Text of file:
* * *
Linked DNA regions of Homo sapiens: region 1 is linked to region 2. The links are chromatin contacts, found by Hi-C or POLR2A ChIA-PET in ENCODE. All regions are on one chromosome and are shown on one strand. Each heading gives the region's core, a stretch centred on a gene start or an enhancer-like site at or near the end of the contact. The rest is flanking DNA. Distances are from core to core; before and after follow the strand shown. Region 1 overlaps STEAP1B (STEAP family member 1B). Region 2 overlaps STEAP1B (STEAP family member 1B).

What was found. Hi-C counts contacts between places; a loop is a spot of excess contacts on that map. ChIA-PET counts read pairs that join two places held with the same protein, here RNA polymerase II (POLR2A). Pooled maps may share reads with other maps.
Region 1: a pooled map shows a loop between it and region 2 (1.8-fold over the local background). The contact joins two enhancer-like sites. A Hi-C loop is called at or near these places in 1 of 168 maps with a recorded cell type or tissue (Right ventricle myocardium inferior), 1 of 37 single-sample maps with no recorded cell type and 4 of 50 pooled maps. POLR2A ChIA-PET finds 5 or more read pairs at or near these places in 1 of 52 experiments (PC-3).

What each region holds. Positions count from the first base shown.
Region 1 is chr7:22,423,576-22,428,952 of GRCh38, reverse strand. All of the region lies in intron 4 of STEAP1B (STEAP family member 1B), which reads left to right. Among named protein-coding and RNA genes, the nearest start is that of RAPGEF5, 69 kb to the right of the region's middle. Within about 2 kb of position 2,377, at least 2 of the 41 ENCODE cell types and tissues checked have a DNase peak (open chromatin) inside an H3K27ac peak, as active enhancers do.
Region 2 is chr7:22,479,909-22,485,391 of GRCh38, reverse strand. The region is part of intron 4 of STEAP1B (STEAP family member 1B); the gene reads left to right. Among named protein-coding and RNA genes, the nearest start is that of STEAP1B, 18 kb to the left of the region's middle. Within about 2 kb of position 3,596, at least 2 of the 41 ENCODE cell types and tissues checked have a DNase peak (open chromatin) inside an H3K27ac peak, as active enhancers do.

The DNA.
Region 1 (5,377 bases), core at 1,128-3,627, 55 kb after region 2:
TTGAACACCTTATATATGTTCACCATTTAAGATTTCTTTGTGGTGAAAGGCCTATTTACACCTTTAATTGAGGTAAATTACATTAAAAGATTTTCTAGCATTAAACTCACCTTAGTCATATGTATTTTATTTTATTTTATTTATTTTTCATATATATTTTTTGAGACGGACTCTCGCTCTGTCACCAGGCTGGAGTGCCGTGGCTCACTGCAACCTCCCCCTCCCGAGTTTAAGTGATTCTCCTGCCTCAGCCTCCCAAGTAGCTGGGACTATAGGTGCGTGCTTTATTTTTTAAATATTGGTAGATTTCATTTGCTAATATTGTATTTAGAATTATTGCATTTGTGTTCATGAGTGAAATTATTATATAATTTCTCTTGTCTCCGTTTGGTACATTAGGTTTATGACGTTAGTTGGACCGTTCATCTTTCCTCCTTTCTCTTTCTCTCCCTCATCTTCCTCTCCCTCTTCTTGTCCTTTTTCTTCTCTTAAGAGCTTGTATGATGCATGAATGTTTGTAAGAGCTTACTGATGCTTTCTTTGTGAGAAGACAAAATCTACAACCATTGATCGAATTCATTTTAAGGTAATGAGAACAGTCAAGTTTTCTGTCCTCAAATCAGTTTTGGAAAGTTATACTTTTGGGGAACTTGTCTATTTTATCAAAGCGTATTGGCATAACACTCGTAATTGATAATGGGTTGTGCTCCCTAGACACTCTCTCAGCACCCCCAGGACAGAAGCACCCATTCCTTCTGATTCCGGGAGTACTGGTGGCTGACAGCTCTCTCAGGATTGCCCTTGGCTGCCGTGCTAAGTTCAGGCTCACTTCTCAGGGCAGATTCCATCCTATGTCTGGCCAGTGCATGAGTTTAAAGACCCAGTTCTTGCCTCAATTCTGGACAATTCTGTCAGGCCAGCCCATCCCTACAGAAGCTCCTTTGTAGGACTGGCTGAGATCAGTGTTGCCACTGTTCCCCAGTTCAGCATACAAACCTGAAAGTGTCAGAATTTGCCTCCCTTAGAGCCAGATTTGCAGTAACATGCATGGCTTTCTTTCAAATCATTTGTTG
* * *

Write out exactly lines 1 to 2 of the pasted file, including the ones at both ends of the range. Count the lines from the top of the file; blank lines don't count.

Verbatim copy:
Linked DNA regions of Homo sapiens: region 1 is linked to region 2. The links are chromatin contacts, found by Hi-C or POLR2A ChIA-PET in ENCODE. All regions are on one chromosome and are shown on one strand. Each heading gives the region's core, a stretch centred on a gene start or an enhancer-like site at or near the end of the contact. The rest is flanking DNA. Distances are from core to core; before and after follow the strand shown. Region 1 overlaps STEAP1B (STEAP family member 1B). Region 2 overlaps STEAP1B (STEAP family member 1B).

What was found. Hi-C counts contacts between places; a loop is a spot of excess contacts on that map. ChIA-PET counts read pairs that join two places held with the same protein, here RNA polymerase II (POLR2A). Pooled maps may share reads with other maps.